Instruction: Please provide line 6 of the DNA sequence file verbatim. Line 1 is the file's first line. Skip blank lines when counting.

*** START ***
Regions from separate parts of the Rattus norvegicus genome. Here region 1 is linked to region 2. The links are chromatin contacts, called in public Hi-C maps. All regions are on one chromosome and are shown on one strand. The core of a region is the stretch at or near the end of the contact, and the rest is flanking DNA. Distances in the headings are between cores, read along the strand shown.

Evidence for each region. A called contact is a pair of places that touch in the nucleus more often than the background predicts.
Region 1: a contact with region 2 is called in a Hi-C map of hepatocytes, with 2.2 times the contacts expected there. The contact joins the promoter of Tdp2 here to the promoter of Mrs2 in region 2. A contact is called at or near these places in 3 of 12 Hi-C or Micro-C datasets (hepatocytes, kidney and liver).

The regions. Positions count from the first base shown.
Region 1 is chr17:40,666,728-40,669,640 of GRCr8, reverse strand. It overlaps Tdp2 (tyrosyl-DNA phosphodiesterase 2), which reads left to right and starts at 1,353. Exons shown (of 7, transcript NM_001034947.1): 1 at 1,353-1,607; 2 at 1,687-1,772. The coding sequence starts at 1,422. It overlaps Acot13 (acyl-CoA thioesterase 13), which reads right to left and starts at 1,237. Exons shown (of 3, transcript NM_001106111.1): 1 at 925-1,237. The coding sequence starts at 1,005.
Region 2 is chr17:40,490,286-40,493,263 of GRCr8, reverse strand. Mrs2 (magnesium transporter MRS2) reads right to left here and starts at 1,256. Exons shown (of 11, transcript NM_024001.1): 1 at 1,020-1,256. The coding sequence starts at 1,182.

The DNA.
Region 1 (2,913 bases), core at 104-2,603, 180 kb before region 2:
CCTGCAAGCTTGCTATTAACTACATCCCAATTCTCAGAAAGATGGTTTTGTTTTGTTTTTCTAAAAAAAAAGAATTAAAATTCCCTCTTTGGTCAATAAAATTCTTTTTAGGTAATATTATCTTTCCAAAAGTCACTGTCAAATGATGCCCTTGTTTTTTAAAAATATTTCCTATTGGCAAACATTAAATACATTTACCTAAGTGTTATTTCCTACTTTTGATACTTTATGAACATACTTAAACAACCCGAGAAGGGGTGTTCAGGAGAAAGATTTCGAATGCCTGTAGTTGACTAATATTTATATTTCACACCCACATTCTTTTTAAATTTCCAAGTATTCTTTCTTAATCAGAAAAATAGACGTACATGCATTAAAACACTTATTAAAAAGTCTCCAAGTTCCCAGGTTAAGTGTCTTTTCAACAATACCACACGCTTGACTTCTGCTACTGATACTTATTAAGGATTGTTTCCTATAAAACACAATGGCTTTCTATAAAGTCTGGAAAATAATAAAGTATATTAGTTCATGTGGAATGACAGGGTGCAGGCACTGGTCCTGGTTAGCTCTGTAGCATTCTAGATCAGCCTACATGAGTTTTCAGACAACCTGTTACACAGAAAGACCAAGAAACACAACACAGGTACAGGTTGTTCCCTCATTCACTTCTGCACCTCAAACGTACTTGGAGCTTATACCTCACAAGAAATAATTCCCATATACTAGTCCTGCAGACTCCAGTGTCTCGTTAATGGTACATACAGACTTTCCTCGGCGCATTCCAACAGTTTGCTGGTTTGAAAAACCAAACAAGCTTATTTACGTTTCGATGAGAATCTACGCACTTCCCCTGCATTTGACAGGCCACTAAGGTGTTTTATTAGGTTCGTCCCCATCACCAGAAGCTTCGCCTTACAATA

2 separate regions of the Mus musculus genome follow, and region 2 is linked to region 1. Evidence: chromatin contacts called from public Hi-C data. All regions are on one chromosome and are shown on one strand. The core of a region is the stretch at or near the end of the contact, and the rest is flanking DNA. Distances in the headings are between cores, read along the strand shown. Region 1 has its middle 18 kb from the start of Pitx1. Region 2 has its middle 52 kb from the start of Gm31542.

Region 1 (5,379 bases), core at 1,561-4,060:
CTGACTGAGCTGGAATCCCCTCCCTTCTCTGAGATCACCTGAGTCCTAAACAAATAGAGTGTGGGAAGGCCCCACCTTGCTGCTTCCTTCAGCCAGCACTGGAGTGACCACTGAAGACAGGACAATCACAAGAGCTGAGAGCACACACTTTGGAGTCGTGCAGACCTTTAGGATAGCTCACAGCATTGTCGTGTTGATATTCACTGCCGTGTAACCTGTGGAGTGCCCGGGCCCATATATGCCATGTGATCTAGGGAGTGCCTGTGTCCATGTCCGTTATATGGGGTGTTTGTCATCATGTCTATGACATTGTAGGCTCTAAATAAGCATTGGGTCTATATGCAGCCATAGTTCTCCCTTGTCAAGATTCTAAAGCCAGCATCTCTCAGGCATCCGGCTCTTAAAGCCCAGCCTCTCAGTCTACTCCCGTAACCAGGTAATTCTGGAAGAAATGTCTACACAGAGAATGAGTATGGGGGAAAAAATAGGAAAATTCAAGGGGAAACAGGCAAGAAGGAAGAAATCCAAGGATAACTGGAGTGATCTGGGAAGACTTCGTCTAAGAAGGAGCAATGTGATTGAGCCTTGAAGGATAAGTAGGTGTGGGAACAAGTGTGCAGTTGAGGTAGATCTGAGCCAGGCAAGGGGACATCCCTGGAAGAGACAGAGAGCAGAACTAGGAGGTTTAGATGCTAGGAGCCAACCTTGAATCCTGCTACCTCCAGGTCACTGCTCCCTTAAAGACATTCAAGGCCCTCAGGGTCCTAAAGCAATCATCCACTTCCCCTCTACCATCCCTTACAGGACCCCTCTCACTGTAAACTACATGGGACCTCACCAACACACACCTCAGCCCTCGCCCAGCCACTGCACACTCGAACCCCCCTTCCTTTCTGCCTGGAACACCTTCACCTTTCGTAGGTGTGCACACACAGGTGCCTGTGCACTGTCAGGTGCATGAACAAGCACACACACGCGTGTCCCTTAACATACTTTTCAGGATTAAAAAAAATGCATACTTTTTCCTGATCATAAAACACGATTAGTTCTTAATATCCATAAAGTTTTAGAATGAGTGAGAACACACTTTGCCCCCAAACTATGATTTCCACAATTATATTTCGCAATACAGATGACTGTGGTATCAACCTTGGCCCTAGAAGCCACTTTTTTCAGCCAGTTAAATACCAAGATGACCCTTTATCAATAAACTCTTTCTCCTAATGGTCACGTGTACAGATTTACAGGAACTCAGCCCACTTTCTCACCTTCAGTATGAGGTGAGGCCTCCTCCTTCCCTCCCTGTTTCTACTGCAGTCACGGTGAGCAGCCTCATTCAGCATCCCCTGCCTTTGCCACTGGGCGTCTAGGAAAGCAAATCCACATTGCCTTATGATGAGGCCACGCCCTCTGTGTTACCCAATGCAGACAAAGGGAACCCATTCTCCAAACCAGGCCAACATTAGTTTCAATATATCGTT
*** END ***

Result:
Region 2 is chr17:40,490,286-40,493,263 of GRCr8, reverse strand. Mrs2 (magnesium transporter MRS2) reads right to left here and starts at 1,256. Exons shown (of 11, transcript NM_024001.1): 1 at 1,020-1,256. The coding sequence starts at 1,182.